The concept that structure and process can speed up adoption and dissemination of new ideas by lowering volatility and improving message targeting is anathema to the proponents of wiki-style freedom. But is the freedom of information necessarily worth the sacrifice of individual expression, attribution and control? Proponents of the hive mind or noosphere would argue that case but Lanier takes an independent stance that values contribution of individuals as individuals, with their personal intelligence, experience and emotion, above the anonymous, often re-edited and variable outputs of agglomerated information mash-ups. It is a brave, but valid, stance and coherently reasoned.
The doctrine of crowd-based wisdom is infiltrating strategy and policy development processes. Whilst involvement is inherently useful, it appears obvious, upon reading this treatise, that there should be clear limits to the way in which crowds are used and scope for individual attributable contributions to retain relevance.
The use of pseudonyms and anonymous postings is definitely supporting the rise of `Trolls'. Trolls, in cyberspace, are people who are abusive towards other people or ideas. They have been implicated in cyber-bullying which leaves boards exposed to claims of failure to prevent harassment and/or discrimination. The move towards transparency is greatly hampered when organisations interact online with anonymous respondents.
As Lanier points out, "If you win anonymously no one knows, and if you lose, you just change your pseudonym and start over, without having modified your point of view one bit. If the Troll is anonymous and the target is known then the dynamic is even worse." Any company is at risk of a cyber-storm if their operations, brand or philosophy should offend a tribe of trolls. The case of Nestle and the palm oil debate is a dramatic illustration of this principle in action.
Another of Lanier's bugbears is the principle of `lock-in', where decisions made in the early stages of development establish constraints on decision-making in the later stages until they become ingrained as `facts'. Reducing the richness of individual experience to suit the templates of networking sites is a harrowing process to any innovative thinkers. Cutting the glissando of music into computer recognisable notes is anathema to many musicians. Both of these processes have enabled sharing and progress on a scale unparalleled in human history. Both are reducing the expression of future potential by fitting it into a template based on past expedience.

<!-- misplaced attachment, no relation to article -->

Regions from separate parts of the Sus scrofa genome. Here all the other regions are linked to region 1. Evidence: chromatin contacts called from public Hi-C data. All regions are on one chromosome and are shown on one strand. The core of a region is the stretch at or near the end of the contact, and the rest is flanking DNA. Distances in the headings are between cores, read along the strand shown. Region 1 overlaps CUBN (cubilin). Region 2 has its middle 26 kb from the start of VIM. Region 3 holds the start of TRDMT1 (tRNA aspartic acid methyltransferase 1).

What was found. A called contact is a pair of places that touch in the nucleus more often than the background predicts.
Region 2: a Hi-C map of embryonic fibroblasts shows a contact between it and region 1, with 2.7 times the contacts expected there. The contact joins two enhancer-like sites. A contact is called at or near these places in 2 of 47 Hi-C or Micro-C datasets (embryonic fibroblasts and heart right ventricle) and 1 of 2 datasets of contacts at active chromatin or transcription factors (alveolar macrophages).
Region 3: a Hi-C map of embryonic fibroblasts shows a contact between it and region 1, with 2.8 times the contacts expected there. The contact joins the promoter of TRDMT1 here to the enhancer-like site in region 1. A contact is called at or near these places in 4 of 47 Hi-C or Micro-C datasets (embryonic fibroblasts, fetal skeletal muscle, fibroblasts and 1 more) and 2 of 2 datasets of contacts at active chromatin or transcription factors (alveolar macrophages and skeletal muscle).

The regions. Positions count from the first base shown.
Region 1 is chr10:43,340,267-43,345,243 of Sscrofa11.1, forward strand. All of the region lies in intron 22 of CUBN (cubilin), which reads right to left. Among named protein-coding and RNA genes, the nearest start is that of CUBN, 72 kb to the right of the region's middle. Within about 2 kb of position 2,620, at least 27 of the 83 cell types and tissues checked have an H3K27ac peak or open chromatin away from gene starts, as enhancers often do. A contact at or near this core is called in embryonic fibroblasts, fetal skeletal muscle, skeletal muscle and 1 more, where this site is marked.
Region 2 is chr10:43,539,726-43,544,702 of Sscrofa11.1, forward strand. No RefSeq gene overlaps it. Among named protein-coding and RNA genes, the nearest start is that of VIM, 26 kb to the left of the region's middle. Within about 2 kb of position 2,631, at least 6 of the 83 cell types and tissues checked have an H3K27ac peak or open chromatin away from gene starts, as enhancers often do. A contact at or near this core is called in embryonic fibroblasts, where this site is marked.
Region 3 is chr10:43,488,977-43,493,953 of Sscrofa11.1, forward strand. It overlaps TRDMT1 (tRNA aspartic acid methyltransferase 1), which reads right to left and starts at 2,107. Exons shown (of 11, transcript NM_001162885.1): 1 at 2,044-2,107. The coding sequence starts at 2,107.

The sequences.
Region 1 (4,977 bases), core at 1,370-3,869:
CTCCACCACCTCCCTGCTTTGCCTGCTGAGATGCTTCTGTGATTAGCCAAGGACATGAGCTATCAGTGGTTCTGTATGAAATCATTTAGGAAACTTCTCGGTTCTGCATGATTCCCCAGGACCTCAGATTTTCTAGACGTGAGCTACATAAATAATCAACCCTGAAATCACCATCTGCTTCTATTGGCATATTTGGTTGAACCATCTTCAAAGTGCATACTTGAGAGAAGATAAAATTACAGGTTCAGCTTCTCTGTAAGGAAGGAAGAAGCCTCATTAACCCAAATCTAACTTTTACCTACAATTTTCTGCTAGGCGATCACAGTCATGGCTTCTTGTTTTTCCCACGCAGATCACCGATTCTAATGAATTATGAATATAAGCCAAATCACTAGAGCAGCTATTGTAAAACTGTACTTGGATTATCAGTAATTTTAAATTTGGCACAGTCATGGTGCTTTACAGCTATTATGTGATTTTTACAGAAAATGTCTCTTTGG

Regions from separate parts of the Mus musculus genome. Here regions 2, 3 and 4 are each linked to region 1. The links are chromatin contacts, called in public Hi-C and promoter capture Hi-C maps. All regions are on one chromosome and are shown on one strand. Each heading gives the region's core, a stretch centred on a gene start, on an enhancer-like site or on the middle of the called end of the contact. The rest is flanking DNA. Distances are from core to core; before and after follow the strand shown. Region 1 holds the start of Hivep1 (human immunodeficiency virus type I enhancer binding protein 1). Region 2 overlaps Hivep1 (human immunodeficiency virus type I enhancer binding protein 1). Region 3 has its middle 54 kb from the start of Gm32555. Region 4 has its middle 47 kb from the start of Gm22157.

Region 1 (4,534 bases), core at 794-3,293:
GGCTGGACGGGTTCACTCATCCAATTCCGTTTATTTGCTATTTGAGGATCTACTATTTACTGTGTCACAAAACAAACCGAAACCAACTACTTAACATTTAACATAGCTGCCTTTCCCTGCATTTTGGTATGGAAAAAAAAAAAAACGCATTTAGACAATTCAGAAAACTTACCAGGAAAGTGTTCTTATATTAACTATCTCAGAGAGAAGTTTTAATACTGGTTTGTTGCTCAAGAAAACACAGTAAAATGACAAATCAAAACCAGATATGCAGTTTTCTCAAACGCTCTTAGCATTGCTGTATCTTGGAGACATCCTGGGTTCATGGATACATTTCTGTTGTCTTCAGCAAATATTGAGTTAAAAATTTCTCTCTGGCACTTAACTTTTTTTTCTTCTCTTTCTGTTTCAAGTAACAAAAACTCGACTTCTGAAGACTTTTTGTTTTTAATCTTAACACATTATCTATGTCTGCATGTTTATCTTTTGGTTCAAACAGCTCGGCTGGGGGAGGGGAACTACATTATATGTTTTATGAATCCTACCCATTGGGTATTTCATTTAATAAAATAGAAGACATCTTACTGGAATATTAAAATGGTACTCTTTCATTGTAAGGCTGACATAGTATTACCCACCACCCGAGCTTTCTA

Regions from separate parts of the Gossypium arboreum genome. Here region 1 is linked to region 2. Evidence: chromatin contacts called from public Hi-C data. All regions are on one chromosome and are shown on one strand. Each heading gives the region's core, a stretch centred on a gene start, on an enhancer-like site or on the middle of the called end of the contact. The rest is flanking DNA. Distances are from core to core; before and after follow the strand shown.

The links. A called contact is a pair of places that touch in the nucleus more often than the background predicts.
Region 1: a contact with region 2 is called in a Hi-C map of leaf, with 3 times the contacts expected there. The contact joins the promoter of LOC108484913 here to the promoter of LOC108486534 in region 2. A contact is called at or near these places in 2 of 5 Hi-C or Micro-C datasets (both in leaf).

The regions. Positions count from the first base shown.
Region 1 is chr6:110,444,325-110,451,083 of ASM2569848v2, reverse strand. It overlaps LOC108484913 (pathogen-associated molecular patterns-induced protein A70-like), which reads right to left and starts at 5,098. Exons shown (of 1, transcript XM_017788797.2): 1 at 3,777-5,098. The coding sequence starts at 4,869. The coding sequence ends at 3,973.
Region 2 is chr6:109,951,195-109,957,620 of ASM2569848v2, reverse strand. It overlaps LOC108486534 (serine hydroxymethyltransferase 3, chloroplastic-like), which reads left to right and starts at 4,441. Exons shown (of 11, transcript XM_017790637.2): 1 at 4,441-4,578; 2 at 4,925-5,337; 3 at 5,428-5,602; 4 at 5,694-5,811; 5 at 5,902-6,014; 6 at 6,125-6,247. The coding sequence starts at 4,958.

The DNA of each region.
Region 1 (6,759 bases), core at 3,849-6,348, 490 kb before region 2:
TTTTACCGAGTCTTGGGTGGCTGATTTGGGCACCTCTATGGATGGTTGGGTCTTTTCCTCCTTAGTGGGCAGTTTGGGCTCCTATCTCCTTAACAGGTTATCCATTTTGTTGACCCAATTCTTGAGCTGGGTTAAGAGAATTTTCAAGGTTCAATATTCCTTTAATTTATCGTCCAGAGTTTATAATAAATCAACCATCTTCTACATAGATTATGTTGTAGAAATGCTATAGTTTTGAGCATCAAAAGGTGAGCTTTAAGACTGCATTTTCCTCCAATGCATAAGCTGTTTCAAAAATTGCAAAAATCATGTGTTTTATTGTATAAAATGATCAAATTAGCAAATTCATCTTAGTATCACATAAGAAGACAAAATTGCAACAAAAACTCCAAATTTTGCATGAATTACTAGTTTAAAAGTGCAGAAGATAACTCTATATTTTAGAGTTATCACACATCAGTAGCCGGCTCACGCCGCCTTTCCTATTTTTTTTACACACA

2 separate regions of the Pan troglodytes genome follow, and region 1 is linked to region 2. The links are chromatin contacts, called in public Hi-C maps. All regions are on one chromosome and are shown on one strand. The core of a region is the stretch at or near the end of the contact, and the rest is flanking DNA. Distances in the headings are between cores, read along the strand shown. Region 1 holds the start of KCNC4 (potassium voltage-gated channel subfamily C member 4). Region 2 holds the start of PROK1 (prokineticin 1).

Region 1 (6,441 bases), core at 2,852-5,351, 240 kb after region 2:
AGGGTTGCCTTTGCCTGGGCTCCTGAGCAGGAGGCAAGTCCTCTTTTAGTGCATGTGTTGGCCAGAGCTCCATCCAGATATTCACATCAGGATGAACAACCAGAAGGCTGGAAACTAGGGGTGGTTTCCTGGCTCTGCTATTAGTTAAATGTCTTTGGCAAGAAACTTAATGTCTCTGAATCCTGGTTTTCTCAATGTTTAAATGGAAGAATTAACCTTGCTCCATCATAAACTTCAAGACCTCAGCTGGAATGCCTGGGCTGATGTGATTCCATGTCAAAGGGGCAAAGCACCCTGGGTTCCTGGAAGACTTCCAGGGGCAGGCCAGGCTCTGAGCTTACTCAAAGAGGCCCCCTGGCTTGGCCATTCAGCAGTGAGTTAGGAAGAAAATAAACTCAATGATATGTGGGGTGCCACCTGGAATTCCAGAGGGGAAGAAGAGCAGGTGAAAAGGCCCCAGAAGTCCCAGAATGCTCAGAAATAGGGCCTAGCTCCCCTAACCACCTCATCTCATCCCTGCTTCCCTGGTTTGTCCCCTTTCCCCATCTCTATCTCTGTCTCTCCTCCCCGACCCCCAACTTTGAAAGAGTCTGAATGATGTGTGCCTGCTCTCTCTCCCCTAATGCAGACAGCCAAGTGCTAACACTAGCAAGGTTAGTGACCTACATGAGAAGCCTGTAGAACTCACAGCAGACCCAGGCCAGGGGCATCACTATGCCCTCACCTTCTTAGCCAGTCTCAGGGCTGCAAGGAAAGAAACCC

Lanier is one of the leading thinkers of the internet age and this book has set him apart, and at odds, from his fellows. It has also provided a necessary space for consideration in our headlong rush to the brave new lands of the internet fuelled universe. Like the maps of olden-times, at the edges of our current knowledge it would be well to mark the internet with signs stating `Here be Dragons'. They may only be dragons of our own invention but it is as well proceed towards them with due caution.
Highly recommended for both fans and sceptics of web 2.0 plus anyone who is still undecided.
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* Julie Garland McLellan is a professional non-executive director, board and governance consultant and mentor. She is the author of "Presenting to Boards", "Dilemmas, Dilemmas: practical case studies for company directors', "The Director's Dilemma", "All Above Board: Great Governance for the Government Sector" and numerous articles on corporate strategy and governance.
Dilemmas, Dilemmas: Practical Case Studies for Company Directors
Presenting to Boards: Practical Skills for Corporate Presentations (Volume 1)
says, but I think he brings up a number of very important points. The point that resonated
strongest is that about the devaluation of individual creativity. It is certainly true
that the work of individuals frequently crystalizes the thinking of society. But there
does seem to be a fairly broad movement to devalue the role of individuals in
the process of discovery. Lanier argues that ultimately replacing individual creativity
by the computationally guided "inventions" of the hive mind is a step in the wrong
Lanier's writing is clear, and should be required reading for regular followers of
Wired and similar publications (like myself). It does become clear that those
publications, and (if Lanier is right) a large part of Silicon Valley, subscribes to a
fairly coherent new philosophy. Lanier calls this set of belief a religion, simply
because many of the adherents will follow it without question. Whether he is ultimately
right on his main points or not, Lanier succeeds in making the reader question
assumptions about technology which many consider to be unquestionable truths.